KAP: When it came to planning the 30-year anniversary exhibition programme, how did that unfold?
AF: When I came to IMMA, I had a strong sense that I wanted to recalibrate the importance of the collection. That is not to say it hasn’t always been treated rather wonderfully, but I thought it would be interesting for the 30-year anniversary to use every part of the exhibition space for the collection. At IMMA, we have very precise and innovative departments like Temporary Exhibitions, Collection, Engagement and Learning. I thought about bringing them together on this because there are so many wonderful colleagues within IMMA that have such a deep knowledge of the collection. There was an importance there, in terms of breaking silos down around certain expertise that allows particular programming to happen. I thought that it would be exciting to create these cross-functional teams that might consider the collection anew.
KAP: Where does the title of IMMA’s 30th anniversary exhibition, ‘The Narrow Gate of the Here- and-Now’, come from?
AF: It was me grappling with this idea of the 30-year anniversary, and what that means. I was trying to think about using the collection to talk through those 30 years – in particular this idea of resonance and currency with the public. It taps into this endless presentism of capitalism, neoliberalism, and the art worlds that can reside in this endless ‘newness’, which is very ahistorical. There is a certain fetishisation of that newness that I find quite problematic. One of the fundamental problems, of course, is the fact that we named this thing ‘contemporary’ art. There is a kind of a madness to the idea that this art is always expected to be resonant, but there is also the fear that it may become outdated or less relevant. In his accessible 2009 essay, ‘Comrades of Time’, Boris Groys was thinking about what it means that we have named everything in the last 30 years ‘contemporary’(e-flux.com). How can 30 years be endlessly contemporary, and what are the inadequacies of our language to think about that? I was reading that essay and talking to the curators about these ideas. I asked them if they could make an exhibition across their departments that would look at the last 30 years to tell a story of Ireland in that global contemporary, whatever that whirlwind of the ‘contemporary’ is. The aim was to slightly blow up that endless idea of living in the present, and to say that the ‘here-and-now’ is actually a very narrow gate, straddled by expansive pasts and futures.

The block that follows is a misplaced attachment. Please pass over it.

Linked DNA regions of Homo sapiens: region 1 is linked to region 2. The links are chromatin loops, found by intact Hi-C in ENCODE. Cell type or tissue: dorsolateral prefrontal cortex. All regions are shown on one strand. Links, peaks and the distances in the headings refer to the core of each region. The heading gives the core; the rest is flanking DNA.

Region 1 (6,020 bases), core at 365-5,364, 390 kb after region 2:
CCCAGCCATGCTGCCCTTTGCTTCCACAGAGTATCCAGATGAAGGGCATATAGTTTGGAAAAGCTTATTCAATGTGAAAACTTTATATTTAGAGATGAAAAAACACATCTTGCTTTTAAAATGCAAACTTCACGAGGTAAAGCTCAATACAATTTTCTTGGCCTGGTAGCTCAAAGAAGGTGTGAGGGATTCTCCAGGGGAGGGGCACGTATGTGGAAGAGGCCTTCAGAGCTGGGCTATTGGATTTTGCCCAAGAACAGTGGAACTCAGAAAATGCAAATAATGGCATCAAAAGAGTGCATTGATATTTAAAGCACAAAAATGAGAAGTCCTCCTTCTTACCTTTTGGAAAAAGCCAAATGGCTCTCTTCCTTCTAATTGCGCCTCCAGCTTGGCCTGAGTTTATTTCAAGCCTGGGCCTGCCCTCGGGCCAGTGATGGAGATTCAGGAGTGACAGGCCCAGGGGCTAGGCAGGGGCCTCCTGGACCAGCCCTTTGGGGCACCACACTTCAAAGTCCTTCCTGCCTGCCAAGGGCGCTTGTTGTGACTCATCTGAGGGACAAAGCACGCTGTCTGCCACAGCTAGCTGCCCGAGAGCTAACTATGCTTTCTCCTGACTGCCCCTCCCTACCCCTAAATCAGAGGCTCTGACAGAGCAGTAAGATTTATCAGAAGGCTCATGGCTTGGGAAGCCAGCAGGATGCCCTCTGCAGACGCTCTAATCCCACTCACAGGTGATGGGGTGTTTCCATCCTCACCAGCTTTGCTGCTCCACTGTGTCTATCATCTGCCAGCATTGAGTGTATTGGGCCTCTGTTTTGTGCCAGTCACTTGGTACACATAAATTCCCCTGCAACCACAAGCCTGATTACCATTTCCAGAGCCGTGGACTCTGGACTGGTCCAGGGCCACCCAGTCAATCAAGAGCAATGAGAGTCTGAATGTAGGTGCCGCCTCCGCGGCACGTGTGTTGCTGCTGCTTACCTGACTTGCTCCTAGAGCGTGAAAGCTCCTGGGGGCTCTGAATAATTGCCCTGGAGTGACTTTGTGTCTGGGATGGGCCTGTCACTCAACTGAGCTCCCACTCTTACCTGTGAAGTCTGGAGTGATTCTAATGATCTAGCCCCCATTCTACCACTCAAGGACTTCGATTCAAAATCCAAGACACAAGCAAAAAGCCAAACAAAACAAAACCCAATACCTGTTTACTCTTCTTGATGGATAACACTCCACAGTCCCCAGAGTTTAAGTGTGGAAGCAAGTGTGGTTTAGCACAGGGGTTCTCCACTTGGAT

KAP: ‘The Narrow Gate of Here-and-Now’ is divided into four chapters: Queer Embodiment; The Anthropocene; Social Fabric; and Protest and Conflict. How did this episodic format come about?